Intel Launches Silvermont Microarchitecture
The technology is aimed at low-power requirements in market segments from smartphones to the data center. Intel says that Silvermont will be the foundation for a range of products beginning to come to market later this year, and will also be made using the company’s 22nm Tri-Gate SoC manufacturing process, which brings “significant” performance increases and improved energy efficiency.
The Silvermont microarchitecture delivers high performance-per-watt efficiency, Intel says. The design brings increased support for a wider dynamic range and it scales up and down in performance and power efficiency. On a variety of standard metrics, Silvermont also enables triple the peak performance or the same performance at five times lower power over the current-generation of Intel’s Atom processor core.
Additional highlights of the Silvermont microarchitecture include:
- A multi-core and system fabric architecture scalable up to eight cores and enabling what Intel calls greater performance for higher bandwidth, lower latency and more efficient out-of-order support for a more balanced and responsive system.
- New architecture instructions and technologies bringing enhanced performance, virtualization and security management capabilities to support a wide range of products. These instructions build on Intel’s existing support for 64-bit.
- Enhanced power management capabilities including a new intelligent burst technology, low-power C states and a wider dynamic range of operation taking advantage of Intel’s 3-D transistors. Intel Burst Technology 2.0 support for single- and multi-core offers great responsiveness scaled for power efficiency.
Silvermont will serve as the foundation for a breadth of 22nm products expected in market later this year:
Intel’s quad-core “Bay Trail” SoC is scheduled for holiday 2013 tablets and will more than double the compute performance capability of Intel’s current-generation tablet offering.
Intel’s “Merrifield” is scheduled to ship to customers by the end of this year. It will enable increased performance and battery life over current-generation products and brings support for context aware and personal services, ultra-fast connections for Web streaming, and increased data, device and privacy protection.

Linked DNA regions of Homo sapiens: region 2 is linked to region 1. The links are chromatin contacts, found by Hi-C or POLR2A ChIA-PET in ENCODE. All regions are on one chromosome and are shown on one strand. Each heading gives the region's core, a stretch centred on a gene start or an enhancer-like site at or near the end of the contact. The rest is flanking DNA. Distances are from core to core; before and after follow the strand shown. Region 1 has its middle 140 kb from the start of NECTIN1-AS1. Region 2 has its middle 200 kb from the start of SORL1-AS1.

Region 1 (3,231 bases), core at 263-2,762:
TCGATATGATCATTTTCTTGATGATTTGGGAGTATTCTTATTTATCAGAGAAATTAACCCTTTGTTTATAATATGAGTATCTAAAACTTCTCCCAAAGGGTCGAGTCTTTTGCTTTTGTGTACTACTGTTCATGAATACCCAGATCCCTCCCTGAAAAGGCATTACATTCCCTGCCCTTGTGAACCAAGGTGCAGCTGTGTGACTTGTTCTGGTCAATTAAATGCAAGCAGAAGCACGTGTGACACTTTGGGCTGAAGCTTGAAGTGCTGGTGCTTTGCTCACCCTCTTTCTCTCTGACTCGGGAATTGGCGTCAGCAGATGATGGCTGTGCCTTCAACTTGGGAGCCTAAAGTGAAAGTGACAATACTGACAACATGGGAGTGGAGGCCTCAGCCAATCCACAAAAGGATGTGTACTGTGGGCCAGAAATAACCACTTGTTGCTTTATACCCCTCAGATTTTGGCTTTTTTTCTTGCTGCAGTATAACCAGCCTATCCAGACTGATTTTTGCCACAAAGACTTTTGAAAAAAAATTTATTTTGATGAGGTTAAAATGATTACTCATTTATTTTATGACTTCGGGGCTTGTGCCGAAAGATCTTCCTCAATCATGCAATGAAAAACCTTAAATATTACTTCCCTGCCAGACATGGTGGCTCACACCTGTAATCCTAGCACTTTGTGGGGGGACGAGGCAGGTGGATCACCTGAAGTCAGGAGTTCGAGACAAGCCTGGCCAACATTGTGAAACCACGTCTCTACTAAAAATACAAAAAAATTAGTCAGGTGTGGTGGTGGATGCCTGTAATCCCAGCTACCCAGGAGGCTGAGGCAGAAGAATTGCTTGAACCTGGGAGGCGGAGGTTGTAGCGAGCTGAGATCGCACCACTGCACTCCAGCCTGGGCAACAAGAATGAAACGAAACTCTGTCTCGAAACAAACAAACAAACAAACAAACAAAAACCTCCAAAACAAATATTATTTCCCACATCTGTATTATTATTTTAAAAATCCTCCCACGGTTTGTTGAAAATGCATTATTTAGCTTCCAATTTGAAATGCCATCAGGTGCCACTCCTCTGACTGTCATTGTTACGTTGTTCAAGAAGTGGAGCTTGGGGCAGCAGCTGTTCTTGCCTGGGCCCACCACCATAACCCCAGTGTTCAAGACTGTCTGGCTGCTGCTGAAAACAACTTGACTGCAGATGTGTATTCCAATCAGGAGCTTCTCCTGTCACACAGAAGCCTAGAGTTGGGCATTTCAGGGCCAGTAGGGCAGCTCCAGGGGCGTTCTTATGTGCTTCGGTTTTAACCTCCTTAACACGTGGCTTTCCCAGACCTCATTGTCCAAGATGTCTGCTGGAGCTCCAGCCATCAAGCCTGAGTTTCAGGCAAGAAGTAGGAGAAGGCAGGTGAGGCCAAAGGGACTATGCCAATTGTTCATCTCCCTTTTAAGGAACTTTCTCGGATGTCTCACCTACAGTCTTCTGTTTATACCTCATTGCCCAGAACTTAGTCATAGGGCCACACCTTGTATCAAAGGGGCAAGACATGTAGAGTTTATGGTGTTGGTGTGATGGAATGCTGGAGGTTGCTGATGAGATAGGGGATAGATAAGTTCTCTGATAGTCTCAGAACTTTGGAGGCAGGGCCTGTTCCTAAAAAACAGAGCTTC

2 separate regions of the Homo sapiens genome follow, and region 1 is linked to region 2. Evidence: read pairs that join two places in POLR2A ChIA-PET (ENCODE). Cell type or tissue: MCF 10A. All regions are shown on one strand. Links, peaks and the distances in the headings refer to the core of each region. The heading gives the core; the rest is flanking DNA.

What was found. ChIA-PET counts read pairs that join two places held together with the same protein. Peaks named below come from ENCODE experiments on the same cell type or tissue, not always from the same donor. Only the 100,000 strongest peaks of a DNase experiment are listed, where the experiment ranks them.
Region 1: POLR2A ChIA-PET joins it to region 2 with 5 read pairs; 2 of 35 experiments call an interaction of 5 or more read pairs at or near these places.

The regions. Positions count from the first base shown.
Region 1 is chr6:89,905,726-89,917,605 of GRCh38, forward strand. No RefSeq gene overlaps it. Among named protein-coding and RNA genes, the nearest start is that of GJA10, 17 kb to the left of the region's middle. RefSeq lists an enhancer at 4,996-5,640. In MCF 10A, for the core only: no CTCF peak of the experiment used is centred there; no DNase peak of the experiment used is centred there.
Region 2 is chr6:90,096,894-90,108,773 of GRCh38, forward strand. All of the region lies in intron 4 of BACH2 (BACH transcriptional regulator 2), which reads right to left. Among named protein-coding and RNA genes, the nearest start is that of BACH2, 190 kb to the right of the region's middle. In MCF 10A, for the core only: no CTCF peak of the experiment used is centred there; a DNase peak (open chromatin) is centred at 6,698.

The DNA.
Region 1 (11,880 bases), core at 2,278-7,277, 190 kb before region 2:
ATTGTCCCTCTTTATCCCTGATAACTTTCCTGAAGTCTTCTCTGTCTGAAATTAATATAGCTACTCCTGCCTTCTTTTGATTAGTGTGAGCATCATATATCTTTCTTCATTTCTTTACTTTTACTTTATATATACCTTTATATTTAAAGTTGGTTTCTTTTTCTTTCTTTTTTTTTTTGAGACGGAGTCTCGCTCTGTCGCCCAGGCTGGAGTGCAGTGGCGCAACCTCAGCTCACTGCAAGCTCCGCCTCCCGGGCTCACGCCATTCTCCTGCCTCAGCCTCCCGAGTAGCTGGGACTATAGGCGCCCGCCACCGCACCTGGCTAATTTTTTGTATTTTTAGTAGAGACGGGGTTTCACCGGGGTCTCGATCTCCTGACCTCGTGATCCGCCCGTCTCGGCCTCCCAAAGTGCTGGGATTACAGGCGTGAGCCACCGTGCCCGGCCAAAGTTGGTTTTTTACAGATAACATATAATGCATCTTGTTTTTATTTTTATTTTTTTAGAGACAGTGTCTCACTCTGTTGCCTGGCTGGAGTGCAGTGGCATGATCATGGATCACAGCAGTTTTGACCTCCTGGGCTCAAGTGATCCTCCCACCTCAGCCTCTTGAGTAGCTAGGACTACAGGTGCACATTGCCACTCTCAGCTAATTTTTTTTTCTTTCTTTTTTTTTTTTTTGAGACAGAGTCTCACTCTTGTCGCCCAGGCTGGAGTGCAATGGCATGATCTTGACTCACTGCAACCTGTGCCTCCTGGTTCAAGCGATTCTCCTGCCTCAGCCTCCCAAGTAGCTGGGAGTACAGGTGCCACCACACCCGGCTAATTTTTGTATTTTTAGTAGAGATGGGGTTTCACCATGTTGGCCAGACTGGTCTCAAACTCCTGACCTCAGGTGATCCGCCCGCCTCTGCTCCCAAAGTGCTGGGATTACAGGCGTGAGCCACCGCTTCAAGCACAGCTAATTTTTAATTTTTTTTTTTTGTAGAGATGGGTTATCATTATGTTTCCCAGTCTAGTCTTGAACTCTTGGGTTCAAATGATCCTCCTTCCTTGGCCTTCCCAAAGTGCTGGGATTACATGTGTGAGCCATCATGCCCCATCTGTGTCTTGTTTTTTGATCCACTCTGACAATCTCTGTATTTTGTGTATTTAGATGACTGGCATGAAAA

Intel’s “Avoton” will enable industry-leading energy efficiency and performance-per-watt for microservers2, storage and scale out workloads in the data center.
Why bring buildings online? What information can operations teams glean from real-time data that they can’t just get from the monthly data provided by utility companies? Click to learn more.
- Essential Guide to Lighting Retrofits and Upgrades
- Trends in Energy Management: Where Should Your Next Investment Be?
- How to Use Lean Tools to Cash In On Environmental and Energy Savings
- Building Energy Intelligence
- Top 3 Reasons to Calculate Your Environmental Footprint
- Existing Building Technologies Combine for Increased Savings
- Integrating sustainability into your ERM framework
- Alarms Management: The Future is Now
- Mobility From The Plant Floor To The Store Door: Improve Safety, Accuracy, and Productivity
- Sustainability Reporting for Commercial Real Estate: GRESB
- Cut Costs and Improve Facility Operations with Energy Data
- Energy Procurement Strategies for Winter 2014 and 2015
- Energy Efficiency Requires Engineering Efficiency
- Integrated Building Optimization: A Crucial Convergence of Demand-side and Supply-Side Energy Management Strategies
- Driving Productivity and Profit with Industrial Energy Management